Macrophage Regulation of Tumor Responses to Anticancer Therapies: Cancer Cell

+ cytotoxic T cells and possibly reduced their tumoricidal activitynHighlight:taxanes profoundly alter macrophage gene expression in vitro (

  • Javeed A.
  • Ashraf M.
  • Riaz A.
  • Ghafoor A.
  • Afzal S.
  • Mukhtar M.M.
Paclitaxel and immune system.
) but also induce tumor damage and cancer cell death, which may trigger a reparative, “wound healing” response in TAMsnHighlight:TAMs may enhance tumor chemoresistance by providing survival signals to tumor-initiating/cancer stem cells (CSCs)nHighlight:Tumor hypoxia and necrosis dramatically increase after the selective destruction of tumor blood vessels by high-dose antiangiogenic drugs or vascular-disrupting agents (VDAs)nHighlight:TAMs express surface receptors that bind the Fc fragment of antibodies and enable them to engage in Ab-dependent cellular cytotoxicity/phagocytosis (ADCC/ADCP)nHighlight:Trastuzumab, a moAb against the human epidermal growth factor receptor-2 (HER2), not only interrupts HER2 signaling in breast cancer cells, thereby slowing their proliferation rate, but also induces Fcγ receptor (FcγR)-mediated activation of macrophage cytotoxicity (
  • Clynes R.A.
  • Towers T.L.
  • Presta L.G.
  • Ravetch J.V.
Inhibitory Fc receptors modulate in vivo cytotoxicity against tumor targets.
) and priming of antigen-specific CD8+ T cell responses in MMTV-Neu tumorsnHighlight:TAM-mediated immunosuppression is mediated, at least in part, by induction of T cell apoptosis and nitrosylation of T cell receptors via macrophage products, like ARG1, NOS2, and peroxynitritenHighlight:It is possible that incipient tumors, which are likely to be more immunogenic than established lesions, contain higher proportions of M1-like TAMs, which could initiate and/or potentiate adaptive immune responsesnHighlight:increasing data suggest that the efficacy of some forms of immunotherapy may also depend on effective reprogramming of TAMs toward an M1-like phenotypenHighlight:macrophages and DCs express programmed cell death ligand-1 (PDL1, also known as B7-H1), a major negative regulatory ligand that suppresses T cell activation through its receptor-programmed cell death protein 1. The promising therapeutic activity of anti-PDL1 moAbs in patients with advanced cancer (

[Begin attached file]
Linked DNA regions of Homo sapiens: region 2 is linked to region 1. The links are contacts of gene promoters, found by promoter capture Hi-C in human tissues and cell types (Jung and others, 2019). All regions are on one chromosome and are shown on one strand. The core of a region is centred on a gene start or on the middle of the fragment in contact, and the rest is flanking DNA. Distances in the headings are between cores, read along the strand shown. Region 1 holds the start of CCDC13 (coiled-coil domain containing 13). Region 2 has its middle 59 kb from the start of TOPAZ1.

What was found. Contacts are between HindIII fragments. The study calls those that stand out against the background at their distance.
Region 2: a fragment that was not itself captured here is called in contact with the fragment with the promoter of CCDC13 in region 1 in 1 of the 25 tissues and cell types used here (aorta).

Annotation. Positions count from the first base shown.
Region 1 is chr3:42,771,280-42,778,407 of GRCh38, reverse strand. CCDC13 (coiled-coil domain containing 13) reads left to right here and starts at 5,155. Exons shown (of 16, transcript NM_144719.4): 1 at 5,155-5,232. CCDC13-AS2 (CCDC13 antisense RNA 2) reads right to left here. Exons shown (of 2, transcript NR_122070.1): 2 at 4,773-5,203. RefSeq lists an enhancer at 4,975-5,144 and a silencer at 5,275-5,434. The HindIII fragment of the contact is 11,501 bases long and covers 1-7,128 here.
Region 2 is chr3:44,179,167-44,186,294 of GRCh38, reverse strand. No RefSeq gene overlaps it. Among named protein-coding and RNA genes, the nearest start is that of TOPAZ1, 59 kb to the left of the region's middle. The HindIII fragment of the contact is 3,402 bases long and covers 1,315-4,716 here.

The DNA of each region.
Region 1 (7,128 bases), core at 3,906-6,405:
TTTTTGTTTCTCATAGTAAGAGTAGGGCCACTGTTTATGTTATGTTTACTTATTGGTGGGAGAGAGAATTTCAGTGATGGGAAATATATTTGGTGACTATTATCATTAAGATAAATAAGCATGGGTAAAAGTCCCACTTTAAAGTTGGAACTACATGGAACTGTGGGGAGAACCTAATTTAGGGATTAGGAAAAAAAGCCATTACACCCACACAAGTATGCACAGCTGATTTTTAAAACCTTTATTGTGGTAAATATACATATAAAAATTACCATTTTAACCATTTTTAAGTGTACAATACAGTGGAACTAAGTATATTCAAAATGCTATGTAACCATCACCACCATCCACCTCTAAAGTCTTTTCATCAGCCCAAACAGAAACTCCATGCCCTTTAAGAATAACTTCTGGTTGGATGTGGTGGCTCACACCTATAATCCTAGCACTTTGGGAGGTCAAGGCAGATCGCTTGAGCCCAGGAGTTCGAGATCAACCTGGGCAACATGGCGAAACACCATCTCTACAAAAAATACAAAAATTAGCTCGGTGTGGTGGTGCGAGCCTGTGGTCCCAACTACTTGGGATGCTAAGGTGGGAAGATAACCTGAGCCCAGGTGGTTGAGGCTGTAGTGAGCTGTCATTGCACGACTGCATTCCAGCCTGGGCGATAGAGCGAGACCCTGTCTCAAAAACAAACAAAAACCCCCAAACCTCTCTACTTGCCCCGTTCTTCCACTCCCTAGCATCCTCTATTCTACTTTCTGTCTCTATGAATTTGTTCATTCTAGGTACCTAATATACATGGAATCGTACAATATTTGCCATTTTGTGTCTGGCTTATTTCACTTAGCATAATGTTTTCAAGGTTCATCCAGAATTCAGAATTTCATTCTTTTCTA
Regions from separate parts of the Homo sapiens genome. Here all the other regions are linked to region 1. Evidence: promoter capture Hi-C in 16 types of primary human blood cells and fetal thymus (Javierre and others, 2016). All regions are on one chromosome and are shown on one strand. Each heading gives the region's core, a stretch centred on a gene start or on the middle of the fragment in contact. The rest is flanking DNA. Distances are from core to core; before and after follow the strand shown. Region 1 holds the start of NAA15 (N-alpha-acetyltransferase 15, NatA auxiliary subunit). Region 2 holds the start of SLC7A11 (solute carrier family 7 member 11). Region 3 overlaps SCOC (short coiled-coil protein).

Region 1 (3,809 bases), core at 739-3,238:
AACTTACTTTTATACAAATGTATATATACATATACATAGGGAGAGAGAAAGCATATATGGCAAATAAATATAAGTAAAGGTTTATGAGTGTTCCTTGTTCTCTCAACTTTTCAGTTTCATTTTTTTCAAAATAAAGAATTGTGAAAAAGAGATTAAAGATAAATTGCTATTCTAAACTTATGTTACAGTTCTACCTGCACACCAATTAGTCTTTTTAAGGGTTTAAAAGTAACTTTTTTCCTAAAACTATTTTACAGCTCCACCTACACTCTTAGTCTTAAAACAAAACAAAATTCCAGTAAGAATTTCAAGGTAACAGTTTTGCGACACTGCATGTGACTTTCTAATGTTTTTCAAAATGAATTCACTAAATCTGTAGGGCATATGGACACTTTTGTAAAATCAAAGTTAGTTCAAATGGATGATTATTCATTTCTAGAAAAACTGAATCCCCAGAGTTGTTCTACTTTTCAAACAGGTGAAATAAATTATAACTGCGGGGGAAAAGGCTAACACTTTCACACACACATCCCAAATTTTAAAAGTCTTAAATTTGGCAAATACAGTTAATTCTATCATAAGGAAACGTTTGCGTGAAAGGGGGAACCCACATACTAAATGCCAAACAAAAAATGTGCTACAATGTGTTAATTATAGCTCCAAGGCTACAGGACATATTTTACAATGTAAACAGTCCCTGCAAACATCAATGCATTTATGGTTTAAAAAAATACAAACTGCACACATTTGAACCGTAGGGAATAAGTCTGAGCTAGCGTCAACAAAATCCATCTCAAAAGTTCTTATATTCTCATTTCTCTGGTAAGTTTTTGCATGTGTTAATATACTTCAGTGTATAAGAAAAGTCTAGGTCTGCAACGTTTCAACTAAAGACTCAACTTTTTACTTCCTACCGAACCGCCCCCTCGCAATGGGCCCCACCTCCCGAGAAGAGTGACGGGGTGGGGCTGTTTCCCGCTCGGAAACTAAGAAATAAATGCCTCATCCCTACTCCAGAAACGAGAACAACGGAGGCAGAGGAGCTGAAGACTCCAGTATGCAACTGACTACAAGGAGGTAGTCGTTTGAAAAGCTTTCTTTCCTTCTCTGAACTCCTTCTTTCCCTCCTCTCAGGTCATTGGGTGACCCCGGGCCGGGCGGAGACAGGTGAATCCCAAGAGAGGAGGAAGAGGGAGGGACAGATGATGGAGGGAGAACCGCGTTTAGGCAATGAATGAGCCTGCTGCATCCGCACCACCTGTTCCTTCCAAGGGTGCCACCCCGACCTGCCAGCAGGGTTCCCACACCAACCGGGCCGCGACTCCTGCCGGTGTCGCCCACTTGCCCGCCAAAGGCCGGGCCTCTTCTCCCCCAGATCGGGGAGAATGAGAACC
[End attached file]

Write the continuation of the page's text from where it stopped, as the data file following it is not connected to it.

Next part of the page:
• Brahmer J.R.
  • Tykodi S.S.
  • Chow L.Q.
  • Hwu W.J.
  • Topalian S.L.
  • Hwu P.
  • Drake C.G.
  • Camacho L.H.
  • Kauh J.
  • Odunsi K.
  • et al.
Safety and activity of anti-PD-L1 antibody in patients with advanced cancer.
) will no doubt prompt further studies of the possible inhibition of PDL1 expression on TAMs to improve the efficacy of chemo- or antiangiogenic therapies.nHighlight:Various preclinical studies have also highlighted ways to reprogram TAMs from an M2 to an M1-like phenotype in tumors. These include the use of histidine-rich glycoprotein (HRG), which induces macrophage downregulation of PlGF, promotes the normalization of blood vessels, and increases delivery and efficacy of chemotherapy in mouse tumor models (
  • Rolny C.
  • Mazzone M.
  • Tugues S.
  • Laoui D.
  • Johansson I.
  • Coulon C.
  • Squadrito M.L.
  • Segura I.
  • Li X.
  • Knevels E.
  • et al.
HRG inhibits tumor growth and metastasis by inducing macrophage polarization and vessel normalization through downregulation of PlGF.
; Figure 1A). Other strategies to reprogram TAMs include blockade of nuclear factor-kB signaling (
  • Hagemann T.
  • Lawrence T.
  • McNeish I.
  • Charles K.A.
  • Kulbe H.
  • Thompson R.G.
  • Robinson S.C.
  • Balkwill F.R.
“Re-educating” tumor-associated macrophages by targeting NF-kappaB.
) or their exposure to anti-IL-10R antibodies combined with the TLR9 ligand CpGn]]>

About Dr. Nathan Goodyear
About Dr. Nathan Goodyear

Dr. Nathan Goodyear, a medical doctor with years of experience in the field of integrative cancer care, has announced the launch of an online training program. This program, available on his new website, will provide individuals with access to video trainings led by Dr. Goodyear himself, covering a range of topics related to integrative cancer care. These trainings will include information on the latest research and techniques in the field, as well as guidance on how to incorporate these approaches into a patient’s overall cancer treatment plan. With this online program, Dr. Goodyear hopes to make his expertise and knowledge more widely accessible, and help more people understand the benefits of integrative cancer care.

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